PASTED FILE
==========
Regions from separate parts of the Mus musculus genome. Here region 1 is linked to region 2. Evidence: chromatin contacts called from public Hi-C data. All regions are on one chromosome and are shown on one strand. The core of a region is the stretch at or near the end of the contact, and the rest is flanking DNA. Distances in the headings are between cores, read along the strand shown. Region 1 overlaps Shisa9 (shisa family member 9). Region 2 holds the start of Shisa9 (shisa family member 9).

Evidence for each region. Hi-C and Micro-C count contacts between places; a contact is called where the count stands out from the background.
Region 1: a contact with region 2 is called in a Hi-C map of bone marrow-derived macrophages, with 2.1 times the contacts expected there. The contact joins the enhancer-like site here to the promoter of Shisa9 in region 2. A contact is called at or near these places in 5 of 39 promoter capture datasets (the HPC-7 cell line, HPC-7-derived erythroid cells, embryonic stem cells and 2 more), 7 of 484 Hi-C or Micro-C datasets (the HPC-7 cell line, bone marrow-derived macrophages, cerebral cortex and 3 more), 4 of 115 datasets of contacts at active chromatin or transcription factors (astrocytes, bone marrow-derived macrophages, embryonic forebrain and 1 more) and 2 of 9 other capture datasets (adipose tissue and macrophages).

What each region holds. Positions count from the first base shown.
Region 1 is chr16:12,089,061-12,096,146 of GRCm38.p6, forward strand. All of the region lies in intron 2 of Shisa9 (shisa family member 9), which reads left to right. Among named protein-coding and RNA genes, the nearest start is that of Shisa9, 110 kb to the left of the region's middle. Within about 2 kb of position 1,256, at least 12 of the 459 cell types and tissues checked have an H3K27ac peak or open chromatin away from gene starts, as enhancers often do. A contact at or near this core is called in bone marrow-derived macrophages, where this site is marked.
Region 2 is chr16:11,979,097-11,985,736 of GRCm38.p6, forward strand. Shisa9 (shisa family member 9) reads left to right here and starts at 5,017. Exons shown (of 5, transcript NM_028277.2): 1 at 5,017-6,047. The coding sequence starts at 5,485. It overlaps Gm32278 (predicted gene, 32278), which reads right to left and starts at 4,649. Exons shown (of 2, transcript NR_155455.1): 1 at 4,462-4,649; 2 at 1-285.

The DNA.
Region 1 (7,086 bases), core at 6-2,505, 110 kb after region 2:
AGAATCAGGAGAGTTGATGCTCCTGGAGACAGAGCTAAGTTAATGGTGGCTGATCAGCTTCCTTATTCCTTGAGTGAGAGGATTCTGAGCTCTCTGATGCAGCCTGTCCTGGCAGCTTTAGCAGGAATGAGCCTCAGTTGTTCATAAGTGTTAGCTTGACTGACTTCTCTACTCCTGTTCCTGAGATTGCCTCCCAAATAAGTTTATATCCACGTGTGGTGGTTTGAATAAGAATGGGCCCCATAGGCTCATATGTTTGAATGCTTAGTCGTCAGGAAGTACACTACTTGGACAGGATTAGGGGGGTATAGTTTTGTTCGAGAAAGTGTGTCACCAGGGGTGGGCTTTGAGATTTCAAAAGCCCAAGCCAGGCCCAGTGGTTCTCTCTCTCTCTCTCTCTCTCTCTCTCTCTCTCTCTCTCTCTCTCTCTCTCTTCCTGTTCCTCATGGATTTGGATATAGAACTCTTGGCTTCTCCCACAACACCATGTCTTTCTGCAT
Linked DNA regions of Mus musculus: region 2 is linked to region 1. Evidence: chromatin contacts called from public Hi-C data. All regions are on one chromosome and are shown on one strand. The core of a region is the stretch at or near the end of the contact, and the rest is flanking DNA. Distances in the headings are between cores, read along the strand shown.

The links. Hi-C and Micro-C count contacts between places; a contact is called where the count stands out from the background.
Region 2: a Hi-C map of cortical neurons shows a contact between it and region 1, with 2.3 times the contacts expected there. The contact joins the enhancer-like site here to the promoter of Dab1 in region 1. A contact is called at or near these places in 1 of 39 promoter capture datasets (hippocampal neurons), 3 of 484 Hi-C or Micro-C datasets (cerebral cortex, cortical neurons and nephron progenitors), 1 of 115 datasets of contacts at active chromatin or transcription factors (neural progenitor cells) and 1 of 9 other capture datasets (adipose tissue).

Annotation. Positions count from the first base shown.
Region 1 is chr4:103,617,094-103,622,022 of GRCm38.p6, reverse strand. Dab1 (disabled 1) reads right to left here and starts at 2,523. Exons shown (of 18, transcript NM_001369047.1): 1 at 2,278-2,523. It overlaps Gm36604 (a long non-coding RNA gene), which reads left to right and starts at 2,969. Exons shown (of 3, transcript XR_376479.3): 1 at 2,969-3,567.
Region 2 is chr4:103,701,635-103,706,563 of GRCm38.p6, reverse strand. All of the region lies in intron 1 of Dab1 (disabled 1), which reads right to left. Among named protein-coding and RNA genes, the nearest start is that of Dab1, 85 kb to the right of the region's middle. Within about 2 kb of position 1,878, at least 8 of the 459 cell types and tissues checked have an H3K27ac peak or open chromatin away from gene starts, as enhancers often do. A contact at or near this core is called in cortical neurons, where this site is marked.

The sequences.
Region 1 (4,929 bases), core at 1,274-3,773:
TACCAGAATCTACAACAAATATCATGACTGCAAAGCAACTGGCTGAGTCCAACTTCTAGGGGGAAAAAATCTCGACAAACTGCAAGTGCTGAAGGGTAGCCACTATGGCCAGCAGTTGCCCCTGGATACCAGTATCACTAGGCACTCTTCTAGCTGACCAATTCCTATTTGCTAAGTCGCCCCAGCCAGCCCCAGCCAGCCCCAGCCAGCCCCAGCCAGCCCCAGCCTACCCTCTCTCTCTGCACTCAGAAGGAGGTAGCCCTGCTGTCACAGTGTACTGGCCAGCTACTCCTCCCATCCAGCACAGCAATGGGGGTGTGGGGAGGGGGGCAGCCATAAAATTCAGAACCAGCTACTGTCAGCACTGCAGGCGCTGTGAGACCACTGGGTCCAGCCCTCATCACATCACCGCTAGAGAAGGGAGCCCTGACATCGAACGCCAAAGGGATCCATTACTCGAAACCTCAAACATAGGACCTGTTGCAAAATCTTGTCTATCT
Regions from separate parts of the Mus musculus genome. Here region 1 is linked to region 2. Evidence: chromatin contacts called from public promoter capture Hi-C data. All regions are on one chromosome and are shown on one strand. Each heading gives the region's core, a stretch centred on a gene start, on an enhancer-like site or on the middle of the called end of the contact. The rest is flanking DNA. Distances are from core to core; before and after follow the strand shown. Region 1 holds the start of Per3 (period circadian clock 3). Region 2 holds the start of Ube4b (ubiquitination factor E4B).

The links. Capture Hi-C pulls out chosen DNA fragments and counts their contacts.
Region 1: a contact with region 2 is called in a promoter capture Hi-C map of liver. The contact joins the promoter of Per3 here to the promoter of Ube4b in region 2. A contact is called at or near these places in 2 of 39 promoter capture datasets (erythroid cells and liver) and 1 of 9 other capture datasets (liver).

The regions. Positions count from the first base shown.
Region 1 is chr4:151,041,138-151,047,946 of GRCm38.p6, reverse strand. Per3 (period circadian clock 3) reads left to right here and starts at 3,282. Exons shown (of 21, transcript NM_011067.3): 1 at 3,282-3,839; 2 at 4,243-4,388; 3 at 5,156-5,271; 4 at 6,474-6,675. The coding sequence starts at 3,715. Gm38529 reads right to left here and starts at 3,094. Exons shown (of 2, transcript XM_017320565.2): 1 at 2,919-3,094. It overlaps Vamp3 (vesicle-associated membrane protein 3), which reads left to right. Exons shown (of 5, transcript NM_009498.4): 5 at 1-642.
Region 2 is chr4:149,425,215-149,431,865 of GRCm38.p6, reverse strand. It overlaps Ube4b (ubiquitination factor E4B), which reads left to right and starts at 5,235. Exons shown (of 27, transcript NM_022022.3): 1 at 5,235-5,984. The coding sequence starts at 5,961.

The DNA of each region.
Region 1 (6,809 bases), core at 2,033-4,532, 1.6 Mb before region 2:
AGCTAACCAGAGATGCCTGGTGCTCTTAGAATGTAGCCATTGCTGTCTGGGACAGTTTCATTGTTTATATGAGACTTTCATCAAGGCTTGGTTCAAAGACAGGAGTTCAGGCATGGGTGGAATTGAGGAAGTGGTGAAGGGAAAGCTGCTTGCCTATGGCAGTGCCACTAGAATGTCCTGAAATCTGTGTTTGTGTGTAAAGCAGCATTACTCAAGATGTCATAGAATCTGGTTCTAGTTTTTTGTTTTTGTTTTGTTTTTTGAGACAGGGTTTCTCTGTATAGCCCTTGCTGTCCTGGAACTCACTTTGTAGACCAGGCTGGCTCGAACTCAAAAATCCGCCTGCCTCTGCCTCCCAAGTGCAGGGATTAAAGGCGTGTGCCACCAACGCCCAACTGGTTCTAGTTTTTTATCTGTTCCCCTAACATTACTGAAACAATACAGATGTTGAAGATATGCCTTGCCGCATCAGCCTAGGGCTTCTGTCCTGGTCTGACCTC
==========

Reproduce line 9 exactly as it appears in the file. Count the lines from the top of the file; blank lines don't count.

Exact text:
AGAATCAGGAGAGTTGATGCTCCTGGAGACAGAGCTAAGTTAATGGTGGCTGATCAGCTTCCTTATTCCTTGAGTGAGAGGATTCTGAGCTCTCTGATGCAGCCTGTCCTGGCAGCTTTAGCAGGAATGAGCCTCAGTTGTTCATAAGTGTTAGCTTGACTGACTTCTCTACTCCTGTTCCTGAGATTGCCTCCCAAATAAGTTTATATCCACGTGTGGTGGTTTGAATAAGAATGGGCCCCATAGGCTCATATGTTTGAATGCTTAGTCGTCAGGAAGTACACTACTTGGACAGGATTAGGGGGGTATAGTTTTGTTCGAGAAAGTGTGTCACCAGGGGTGGGCTTTGAGATTTCAAAAGCCCAAGCCAGGCCCAGTGGTTCTCTCTCTCTCTCTCTCTCTCTCTCTCTCTCTCTCTCTCTCTCTCTCTCTCTTCCTGTTCCTCATGGATTTGGATATAGAACTCTTGGCTTCTCCCACAACACCATGTCTTTCTGCAT